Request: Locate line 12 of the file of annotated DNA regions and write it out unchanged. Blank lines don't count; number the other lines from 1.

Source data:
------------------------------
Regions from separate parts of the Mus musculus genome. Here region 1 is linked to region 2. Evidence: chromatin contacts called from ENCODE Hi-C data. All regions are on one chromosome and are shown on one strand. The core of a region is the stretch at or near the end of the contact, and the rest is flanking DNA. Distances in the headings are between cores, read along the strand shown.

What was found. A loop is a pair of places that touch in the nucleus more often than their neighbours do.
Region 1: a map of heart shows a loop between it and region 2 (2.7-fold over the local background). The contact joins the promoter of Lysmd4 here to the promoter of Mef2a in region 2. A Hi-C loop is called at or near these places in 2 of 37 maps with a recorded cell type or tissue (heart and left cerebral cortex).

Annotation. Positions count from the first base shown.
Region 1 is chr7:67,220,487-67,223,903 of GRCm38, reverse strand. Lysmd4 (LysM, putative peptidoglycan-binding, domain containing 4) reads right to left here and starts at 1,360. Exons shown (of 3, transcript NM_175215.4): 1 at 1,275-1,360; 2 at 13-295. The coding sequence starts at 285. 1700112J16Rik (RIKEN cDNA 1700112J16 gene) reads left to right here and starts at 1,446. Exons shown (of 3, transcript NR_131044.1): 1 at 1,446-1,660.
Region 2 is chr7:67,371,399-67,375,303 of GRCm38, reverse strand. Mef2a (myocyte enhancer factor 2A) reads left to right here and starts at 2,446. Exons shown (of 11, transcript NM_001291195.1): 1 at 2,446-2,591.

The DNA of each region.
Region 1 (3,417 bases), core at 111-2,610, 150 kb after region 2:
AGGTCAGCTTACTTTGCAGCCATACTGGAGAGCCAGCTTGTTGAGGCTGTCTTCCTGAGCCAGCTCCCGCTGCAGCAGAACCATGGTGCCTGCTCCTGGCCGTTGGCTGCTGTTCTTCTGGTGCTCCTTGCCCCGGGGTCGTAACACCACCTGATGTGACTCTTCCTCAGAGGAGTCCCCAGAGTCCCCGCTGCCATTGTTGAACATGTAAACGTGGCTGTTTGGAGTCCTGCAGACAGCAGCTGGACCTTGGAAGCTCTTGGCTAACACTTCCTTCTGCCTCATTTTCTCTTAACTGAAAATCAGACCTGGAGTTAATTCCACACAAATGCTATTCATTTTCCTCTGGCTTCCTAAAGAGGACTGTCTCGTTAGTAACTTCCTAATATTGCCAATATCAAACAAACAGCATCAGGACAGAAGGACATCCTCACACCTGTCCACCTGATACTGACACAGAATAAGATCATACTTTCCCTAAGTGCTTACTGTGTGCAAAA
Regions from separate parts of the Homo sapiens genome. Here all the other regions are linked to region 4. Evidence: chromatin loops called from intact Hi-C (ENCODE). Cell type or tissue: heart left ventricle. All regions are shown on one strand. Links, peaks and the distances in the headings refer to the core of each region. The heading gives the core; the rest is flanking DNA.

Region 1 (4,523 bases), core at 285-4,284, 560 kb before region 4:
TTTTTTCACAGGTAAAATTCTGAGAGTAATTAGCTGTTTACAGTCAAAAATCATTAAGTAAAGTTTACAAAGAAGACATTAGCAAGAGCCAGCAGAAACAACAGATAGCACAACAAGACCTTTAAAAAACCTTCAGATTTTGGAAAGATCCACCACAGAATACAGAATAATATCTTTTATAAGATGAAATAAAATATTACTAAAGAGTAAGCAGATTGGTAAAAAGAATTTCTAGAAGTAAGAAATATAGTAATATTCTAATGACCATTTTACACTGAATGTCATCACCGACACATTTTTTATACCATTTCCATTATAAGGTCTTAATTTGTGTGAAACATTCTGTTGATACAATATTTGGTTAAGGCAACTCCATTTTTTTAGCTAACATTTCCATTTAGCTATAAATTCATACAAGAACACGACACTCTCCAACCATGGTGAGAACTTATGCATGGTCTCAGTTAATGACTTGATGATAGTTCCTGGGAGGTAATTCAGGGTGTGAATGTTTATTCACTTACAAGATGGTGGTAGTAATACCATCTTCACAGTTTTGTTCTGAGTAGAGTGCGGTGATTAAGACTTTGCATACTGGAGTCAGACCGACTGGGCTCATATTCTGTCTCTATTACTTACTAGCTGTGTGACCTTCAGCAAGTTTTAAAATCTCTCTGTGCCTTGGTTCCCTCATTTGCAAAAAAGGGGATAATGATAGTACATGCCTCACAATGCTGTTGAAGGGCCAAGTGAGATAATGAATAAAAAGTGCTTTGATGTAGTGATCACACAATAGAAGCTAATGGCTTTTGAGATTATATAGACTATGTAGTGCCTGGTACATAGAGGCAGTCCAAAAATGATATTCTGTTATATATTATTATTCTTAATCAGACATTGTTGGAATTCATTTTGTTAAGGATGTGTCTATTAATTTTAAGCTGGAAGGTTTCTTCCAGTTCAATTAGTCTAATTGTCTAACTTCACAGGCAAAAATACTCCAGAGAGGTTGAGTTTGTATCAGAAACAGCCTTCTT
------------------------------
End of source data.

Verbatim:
TTTTTTCACAGGTAAAATTCTGAGAGTAATTAGCTGTTTACAGTCAAAAATCATTAAGTAAAGTTTACAAAGAAGACATTAGCAAGAGCCAGCAGAAACAACAGATAGCACAACAAGACCTTTAAAAAACCTTCAGATTTTGGAAAGATCCACCACAGAATACAGAATAATATCTTTTATAAGATGAAATAAAATATTACTAAAGAGTAAGCAGATTGGTAAAAAGAATTTCTAGAAGTAAGAAATATAGTAATATTCTAATGACCATTTTACACTGAATGTCATCACCGACACATTTTTTATACCATTTCCATTATAAGGTCTTAATTTGTGTGAAACATTCTGTTGATACAATATTTGGTTAAGGCAACTCCATTTTTTTAGCTAACATTTCCATTTAGCTATAAATTCATACAAGAACACGACACTCTCCAACCATGGTGAGAACTTATGCATGGTCTCAGTTAATGACTTGATGATAGTTCCTGGGAGGTAATTCAGGGTGTGAATGTTTATTCACTTACAAGATGGTGGTAGTAATACCATCTTCACAGTTTTGTTCTGAGTAGAGTGCGGTGATTAAGACTTTGCATACTGGAGTCAGACCGACTGGGCTCATATTCTGTCTCTATTACTTACTAGCTGTGTGACCTTCAGCAAGTTTTAAAATCTCTCTGTGCCTTGGTTCCCTCATTTGCAAAAAAGGGGATAATGATAGTACATGCCTCACAATGCTGTTGAAGGGCCAAGTGAGATAATGAATAAAAAGTGCTTTGATGTAGTGATCACACAATAGAAGCTAATGGCTTTTGAGATTATATAGACTATGTAGTGCCTGGTACATAGAGGCAGTCCAAAAATGATATTCTGTTATATATTATTATTCTTAATCAGACATTGTTGGAATTCATTTTGTTAAGGATGTGTCTATTAATTTTAAGCTGGAAGGTTTCTTCCAGTTCAATTAGTCTAATTGTCTAACTTCACAGGCAAAAATACTCCAGAGAGGTTGAGTTTGTATCAGAAACAGCCTTCTT